Other forensic experts in several countries – including two from Britain – have started to study the DNA results but have delayed giving a verdict until they have received precise details on the methodology used by their Italian counterparts.

The failure of the prosecution to provide these details to Knox and Sollecito’s defence teams is one of their central complaints.

Mrs Clinton was asked about the trial in an appearance on a U.S. news programme. She said: 'Of course I'll meet with Senator Cantwell or anyone who has a concern but I can't offer any opinion about that at this time.'

She said she had not expressed any concerns to the Italian government. Last night, Knox's Italian lawyer distanced himself from the senator's claims. Luciano Ghirga said: 'That's all we need, Hillary Clinton involved. I have the same political sympathies as Hillary but this sort of thing does not help us in any way.' Prosecutor Giuliano Mignini said: 'This senator should not interfere in something she has no idea about. I am happy with how the trial went.'

Knox plans to appeal against her conviction, but if it is unsuccessful she is likely to have to serve the bulk of her 26-year sentence inside an Italian jail. As in Britain, prisoners can be released on licence, but Knox is unlikely to be eligible for even day release for at least 20 years. She could make an application to serve her sentence in the U.S. On Saturday, Knox's father, mother Edda Mellas, her sister and half-sisters visited her at Capanne prison, just outside Perugia.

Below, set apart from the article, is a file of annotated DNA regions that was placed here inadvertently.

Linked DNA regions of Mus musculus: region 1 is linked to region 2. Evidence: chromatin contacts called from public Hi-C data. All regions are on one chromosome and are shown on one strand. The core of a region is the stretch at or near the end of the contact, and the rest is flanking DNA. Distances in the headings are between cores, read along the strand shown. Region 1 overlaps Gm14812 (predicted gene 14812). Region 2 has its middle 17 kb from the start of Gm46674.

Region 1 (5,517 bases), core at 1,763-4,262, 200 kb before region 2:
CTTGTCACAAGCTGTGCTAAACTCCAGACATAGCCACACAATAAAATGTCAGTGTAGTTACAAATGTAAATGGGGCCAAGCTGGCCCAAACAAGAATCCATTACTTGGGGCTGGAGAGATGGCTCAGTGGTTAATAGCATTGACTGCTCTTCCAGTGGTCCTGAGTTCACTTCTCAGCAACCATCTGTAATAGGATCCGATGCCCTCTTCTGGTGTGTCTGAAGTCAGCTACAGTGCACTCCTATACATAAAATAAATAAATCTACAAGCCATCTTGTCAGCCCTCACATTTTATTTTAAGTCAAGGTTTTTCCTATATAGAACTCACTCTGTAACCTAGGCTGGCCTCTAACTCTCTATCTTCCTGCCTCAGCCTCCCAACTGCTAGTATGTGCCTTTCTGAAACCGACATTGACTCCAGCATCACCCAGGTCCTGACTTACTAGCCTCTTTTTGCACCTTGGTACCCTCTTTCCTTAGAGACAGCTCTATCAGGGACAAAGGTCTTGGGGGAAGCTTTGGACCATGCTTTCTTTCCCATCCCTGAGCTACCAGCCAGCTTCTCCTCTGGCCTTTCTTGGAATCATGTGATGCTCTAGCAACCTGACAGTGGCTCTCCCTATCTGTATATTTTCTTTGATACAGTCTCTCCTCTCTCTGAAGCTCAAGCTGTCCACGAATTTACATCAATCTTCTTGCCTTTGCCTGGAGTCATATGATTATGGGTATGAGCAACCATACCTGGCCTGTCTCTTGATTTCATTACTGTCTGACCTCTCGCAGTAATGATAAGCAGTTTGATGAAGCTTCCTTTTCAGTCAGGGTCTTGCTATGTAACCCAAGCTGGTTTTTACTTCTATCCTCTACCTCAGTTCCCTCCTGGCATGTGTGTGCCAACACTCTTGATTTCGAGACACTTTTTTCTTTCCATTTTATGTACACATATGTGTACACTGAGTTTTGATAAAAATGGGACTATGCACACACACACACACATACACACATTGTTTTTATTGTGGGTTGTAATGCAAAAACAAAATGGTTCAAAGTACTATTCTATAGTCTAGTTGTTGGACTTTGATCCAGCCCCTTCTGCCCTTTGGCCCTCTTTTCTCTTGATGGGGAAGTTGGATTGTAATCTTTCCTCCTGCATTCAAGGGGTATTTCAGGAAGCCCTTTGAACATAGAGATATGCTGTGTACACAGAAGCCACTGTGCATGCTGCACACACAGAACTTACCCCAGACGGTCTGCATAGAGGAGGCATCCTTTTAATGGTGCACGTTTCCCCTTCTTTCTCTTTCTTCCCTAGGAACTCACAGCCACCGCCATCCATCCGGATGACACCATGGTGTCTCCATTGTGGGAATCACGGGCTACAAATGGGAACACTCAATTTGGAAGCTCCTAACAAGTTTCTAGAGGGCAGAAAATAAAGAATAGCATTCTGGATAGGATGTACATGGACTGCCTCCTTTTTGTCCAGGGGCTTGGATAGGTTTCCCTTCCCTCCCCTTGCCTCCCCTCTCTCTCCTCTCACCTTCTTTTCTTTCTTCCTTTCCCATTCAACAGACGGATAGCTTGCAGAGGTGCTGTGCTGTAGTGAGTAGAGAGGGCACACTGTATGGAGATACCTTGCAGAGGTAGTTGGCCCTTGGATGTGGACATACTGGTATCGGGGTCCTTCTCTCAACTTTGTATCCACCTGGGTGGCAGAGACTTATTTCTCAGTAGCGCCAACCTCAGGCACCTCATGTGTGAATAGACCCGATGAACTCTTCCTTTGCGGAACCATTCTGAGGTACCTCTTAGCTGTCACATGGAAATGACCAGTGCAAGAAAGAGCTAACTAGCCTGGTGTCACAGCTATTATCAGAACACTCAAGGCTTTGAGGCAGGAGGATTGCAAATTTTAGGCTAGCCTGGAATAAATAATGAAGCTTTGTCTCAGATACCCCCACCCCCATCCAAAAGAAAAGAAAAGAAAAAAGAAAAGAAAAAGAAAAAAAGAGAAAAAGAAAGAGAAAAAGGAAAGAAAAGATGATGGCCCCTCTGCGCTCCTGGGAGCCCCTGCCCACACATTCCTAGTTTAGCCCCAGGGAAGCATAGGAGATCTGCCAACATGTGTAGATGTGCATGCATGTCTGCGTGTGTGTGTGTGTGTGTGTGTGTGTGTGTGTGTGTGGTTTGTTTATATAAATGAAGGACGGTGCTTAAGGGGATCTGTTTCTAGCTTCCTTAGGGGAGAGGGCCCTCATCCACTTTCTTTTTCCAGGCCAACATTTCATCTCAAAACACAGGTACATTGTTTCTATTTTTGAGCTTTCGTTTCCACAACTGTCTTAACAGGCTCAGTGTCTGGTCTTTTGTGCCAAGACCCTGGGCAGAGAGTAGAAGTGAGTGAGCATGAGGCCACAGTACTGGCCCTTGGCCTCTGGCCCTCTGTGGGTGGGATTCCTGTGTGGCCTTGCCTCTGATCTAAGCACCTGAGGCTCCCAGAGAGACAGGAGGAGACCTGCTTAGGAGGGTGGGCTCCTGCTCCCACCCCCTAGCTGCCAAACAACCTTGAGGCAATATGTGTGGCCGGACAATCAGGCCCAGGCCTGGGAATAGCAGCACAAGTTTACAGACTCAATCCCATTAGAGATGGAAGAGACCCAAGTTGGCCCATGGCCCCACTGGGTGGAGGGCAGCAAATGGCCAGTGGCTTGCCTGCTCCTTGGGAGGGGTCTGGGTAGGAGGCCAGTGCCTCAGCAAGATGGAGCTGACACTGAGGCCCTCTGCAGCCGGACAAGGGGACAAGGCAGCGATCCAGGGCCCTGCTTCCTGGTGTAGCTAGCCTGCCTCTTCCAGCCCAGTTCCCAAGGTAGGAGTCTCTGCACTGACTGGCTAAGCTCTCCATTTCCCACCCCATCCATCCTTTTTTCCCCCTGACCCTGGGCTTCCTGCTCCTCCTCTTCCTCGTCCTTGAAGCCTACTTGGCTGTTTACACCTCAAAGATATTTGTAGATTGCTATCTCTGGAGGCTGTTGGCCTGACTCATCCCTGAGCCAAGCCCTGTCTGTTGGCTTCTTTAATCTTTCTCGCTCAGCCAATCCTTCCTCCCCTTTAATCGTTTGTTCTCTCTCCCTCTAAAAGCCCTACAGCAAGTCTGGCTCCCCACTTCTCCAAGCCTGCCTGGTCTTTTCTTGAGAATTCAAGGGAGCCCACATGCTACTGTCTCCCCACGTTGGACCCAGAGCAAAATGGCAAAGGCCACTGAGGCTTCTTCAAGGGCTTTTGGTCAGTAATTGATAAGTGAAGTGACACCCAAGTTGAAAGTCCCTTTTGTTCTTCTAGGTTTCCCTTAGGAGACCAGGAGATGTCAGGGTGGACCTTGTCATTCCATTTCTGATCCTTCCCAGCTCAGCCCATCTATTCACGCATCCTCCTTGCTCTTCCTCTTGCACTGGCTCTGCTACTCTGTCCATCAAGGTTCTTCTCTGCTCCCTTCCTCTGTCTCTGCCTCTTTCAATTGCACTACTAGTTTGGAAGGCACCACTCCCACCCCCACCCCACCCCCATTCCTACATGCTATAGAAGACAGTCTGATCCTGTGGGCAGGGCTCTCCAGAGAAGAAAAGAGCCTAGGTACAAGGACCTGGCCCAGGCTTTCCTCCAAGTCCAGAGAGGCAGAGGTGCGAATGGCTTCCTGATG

Rudy Guede (left) was jailed for Meredith's murder in October 2009. Knox's former boyfriend, Raffaele Sollecito (right) was sentenced in December 2009


Meanwhile, the priest who counselled Amanda Knox during her trial said the American student knew she would be convicted of murder. Father Saulo Scarabattoli was a regular visitor and confidant to Knox in the two years she spent in prison before the court case.

Knox, 22, talked to him at length about her feelings and hopes in the weeks leading up to the verdict. But the priest, who is the official chaplain to Capanne, the main prison in Perugia, Italy, said Knox was clearly convinced that the court would find her guilty of the British woman’s murder as the final week of her trial began. He admitted too that he had feared the worst for Knox, who was sentenced to 26 years in jail for the murder of Meredith, 21, a Leeds University student who was in Perugia on a year abroad. Knox’s ex-boyfriend Raffaele Sollecito, 25, was also found guilty of the same charges, but given a year less on his sentence.